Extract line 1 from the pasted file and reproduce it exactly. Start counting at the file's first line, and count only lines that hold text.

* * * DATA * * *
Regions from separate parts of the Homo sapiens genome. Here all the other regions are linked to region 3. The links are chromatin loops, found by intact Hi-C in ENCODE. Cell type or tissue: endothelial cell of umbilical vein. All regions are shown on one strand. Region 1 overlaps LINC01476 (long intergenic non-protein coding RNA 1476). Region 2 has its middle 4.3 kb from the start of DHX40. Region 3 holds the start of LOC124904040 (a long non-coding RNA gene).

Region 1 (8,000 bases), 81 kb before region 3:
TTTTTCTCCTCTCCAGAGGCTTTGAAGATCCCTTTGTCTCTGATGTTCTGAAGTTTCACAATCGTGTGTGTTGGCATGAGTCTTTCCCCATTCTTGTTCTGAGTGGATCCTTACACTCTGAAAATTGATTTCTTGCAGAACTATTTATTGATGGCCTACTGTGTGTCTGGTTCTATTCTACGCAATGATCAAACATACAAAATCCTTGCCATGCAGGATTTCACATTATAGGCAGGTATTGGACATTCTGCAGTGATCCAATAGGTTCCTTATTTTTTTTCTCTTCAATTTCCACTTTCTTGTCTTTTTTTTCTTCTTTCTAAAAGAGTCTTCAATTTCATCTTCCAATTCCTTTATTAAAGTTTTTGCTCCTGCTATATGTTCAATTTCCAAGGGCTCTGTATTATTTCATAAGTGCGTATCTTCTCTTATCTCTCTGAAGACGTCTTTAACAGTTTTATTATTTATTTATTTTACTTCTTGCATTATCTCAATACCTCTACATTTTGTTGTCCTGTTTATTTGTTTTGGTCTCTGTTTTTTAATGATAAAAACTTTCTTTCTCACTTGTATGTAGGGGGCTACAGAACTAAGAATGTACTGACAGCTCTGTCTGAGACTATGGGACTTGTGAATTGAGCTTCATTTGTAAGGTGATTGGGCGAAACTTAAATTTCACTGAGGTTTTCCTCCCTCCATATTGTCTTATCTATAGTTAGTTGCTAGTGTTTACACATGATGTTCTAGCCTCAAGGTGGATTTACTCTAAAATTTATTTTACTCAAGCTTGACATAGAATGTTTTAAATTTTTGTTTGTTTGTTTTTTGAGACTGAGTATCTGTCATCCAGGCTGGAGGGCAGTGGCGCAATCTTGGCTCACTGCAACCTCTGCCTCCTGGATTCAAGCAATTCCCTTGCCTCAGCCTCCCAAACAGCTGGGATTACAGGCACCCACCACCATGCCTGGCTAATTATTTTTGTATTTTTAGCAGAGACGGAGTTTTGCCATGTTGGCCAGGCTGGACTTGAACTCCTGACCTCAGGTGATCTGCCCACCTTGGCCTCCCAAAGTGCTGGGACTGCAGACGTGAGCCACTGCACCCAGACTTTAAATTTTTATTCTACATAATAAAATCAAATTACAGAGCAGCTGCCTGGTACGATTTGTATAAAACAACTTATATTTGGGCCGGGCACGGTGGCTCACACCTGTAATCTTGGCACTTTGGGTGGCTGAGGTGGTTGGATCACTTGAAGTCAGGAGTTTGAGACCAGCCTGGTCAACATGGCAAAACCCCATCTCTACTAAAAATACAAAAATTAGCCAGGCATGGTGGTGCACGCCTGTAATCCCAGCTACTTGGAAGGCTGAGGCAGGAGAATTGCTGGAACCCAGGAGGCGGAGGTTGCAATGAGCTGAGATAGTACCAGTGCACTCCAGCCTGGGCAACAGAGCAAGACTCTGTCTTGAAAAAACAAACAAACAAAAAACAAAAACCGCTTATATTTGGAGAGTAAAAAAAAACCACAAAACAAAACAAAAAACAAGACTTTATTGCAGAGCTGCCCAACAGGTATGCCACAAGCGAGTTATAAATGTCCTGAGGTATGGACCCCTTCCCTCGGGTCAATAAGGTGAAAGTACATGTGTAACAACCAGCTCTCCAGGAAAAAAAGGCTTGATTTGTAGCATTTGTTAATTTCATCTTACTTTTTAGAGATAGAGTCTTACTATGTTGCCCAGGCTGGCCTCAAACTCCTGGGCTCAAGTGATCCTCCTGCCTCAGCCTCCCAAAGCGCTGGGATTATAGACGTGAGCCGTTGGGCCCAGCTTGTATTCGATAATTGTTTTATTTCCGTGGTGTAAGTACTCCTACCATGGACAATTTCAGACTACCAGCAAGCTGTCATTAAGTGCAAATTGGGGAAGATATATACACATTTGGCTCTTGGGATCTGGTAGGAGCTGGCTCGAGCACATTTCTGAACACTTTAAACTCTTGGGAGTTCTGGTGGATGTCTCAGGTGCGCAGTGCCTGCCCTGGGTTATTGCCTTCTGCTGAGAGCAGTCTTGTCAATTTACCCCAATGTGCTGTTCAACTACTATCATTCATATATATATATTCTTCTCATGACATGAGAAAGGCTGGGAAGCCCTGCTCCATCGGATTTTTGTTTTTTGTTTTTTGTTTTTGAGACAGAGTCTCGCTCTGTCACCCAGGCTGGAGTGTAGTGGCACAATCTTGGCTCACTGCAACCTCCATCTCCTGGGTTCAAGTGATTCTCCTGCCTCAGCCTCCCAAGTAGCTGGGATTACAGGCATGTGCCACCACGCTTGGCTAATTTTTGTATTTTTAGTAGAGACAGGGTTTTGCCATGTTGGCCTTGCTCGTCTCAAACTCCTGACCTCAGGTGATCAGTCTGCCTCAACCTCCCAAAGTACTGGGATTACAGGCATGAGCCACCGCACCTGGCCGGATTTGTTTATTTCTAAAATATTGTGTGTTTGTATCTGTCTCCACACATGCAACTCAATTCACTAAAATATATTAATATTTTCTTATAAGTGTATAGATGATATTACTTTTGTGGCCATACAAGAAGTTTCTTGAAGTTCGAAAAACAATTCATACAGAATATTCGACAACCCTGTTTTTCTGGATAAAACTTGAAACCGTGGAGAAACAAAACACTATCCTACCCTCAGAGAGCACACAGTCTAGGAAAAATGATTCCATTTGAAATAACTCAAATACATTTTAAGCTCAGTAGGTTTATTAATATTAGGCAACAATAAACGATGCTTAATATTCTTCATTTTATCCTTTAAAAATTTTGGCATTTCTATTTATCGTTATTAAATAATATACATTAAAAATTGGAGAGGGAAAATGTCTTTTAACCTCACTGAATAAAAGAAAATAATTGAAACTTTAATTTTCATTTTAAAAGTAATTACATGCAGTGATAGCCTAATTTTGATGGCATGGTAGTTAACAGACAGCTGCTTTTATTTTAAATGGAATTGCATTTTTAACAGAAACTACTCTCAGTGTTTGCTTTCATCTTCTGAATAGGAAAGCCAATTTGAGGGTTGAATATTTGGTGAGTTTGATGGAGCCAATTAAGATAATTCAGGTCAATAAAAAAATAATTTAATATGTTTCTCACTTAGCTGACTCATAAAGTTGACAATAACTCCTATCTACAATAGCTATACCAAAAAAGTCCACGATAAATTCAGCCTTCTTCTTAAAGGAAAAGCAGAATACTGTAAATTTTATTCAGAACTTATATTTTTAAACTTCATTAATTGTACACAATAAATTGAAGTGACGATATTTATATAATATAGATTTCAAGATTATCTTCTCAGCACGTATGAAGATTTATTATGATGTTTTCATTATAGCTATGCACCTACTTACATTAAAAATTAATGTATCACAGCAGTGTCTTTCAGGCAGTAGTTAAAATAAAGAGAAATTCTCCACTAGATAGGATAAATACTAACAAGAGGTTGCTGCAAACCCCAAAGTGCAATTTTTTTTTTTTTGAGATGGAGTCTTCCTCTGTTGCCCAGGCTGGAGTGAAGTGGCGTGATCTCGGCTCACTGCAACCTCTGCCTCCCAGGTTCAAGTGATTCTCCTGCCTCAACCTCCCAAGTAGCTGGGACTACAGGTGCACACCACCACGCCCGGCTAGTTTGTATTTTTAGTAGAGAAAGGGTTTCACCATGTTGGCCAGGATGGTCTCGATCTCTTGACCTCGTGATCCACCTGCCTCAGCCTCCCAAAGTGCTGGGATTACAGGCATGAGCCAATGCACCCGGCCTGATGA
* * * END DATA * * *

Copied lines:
Regions from separate parts of the Homo sapiens genome. Here all the other regions are linked to region 3. The links are chromatin loops, found by intact Hi-C in ENCODE. Cell type or tissue: endothelial cell of umbilical vein. All regions are shown on one strand. Region 1 overlaps LINC01476 (long intergenic non-protein coding RNA 1476). Region 2 has its middle 4.3 kb from the start of DHX40. Region 3 holds the start of LOC124904040 (a long non-coding RNA gene).